A more recent conversion happened in 2012, when Erich Mische left a career that included positions as advisor to Norm Coleman when he was mayor of St. Paul, and as a registered lobbyist for a for-profit firm. He put politics aside to become executive director of Spare Key, an organization that provides mortgage payments for families whose seriously ill or injured children require the parents to take time off work. Mische says the new job allows him to be home rather than constantly commuting to Washington, D.C., and to stay in public service without returning to government.
The transition was made possible because of his transferable skills and experience, including a large network of people and relationships at the local, state, and federal level that he can bring to his new position. Second, “I know how to tell stories. I can tell the story of Spare Key and I know how to make some noise.” Finally, Mische says, “nonprofits need to take risks, and I know how to do that: My career has been all about that.” As for fund-raising? Mische credits his board of directors as great allies and supporters who’ve helped with fund-raising and donor development. With Mische’s ambitious growth goals, Spare Key is on track to reach three times as many families in 2013 as in 2012.
Mische’s advice for those who want to work in the nonprofit sector starts with a question: “What is your pain tolerance? There will be people who tell you ‘That’s not how we do things’ and you will need to persevere.” He also echoed Krizan’s perspective that “you have never worked as hard.” He suggests that a job search should include three questions. “What are you being asked to do? What will you be allowed to do? What are you capable of doing?” The answers will help you find a fit for your skills and ambitions.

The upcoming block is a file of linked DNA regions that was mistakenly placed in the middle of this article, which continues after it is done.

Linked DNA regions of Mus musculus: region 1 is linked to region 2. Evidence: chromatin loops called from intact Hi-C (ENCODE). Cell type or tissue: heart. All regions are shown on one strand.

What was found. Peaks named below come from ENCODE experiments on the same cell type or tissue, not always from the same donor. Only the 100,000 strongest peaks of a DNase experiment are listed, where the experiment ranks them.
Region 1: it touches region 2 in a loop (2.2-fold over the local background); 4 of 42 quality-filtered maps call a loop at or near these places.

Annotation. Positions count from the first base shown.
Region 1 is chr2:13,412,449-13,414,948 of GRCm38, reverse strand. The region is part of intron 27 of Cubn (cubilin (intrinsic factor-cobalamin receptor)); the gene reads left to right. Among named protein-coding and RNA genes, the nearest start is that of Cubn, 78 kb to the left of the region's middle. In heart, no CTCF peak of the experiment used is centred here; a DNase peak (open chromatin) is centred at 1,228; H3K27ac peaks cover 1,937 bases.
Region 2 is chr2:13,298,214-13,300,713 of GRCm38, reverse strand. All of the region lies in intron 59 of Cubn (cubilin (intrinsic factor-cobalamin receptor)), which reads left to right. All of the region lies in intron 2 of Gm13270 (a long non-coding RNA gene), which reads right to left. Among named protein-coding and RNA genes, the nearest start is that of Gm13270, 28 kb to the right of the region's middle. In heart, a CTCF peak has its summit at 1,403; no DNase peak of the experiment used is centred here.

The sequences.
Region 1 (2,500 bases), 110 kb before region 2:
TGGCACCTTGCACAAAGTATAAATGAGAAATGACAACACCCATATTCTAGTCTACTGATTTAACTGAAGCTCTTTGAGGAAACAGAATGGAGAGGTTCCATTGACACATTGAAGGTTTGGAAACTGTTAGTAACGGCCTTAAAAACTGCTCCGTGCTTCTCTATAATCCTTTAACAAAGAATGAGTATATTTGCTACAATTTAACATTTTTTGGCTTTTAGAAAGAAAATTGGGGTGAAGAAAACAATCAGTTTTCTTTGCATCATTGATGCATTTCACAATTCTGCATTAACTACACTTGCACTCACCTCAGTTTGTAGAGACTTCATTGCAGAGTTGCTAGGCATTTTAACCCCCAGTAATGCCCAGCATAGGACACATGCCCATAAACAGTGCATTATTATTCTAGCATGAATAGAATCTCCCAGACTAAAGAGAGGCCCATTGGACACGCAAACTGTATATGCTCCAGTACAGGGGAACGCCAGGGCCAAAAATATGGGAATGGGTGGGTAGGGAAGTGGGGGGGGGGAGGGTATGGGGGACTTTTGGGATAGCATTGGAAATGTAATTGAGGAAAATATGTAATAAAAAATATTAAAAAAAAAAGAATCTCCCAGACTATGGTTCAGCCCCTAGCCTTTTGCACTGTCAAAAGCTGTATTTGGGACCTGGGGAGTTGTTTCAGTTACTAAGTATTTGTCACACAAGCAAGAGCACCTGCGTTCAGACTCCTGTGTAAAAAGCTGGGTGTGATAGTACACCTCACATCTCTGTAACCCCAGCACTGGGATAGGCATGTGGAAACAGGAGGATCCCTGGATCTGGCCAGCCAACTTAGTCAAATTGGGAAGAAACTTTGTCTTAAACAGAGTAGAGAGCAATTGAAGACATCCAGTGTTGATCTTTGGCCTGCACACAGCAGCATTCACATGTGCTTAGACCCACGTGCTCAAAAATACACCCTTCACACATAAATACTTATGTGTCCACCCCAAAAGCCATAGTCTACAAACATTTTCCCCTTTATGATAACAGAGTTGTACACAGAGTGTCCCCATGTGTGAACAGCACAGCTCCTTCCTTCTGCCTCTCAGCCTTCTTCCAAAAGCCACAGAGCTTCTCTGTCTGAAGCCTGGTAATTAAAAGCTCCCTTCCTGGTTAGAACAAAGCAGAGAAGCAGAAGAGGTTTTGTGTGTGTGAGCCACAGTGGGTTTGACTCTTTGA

Job seekers have multiple job boards and networks to reach out to. For leadership positions, larger nonprofits rely on professional headhunters like Keystone Search, the Chandler Group, and Spencer Stuart. Both the Minnesota Council of Nonprofits and the Minnesota Council on Foundations maintain job listings. Pollen, the Twin Cities-based social network, provides free job listings for members. Many nonprofits post jobs on LinkedIn, Craigslist, and other online services. Check them out and see whether the nonprofit sector could be a good fit for you. You’ll find plenty of company among those who’ve left the for-profit sector and are energized by their new work.
Sarah Lutman is a St. Paul–based independent consultant and writer for clients in the cultural, media, and philanthropic sectors. She was CEO of the Saint Paul Chamber Orchestra from 2008 to 2012, and has served in executive and leadership positions at Minnesota Public Radio and the Bush Foundation.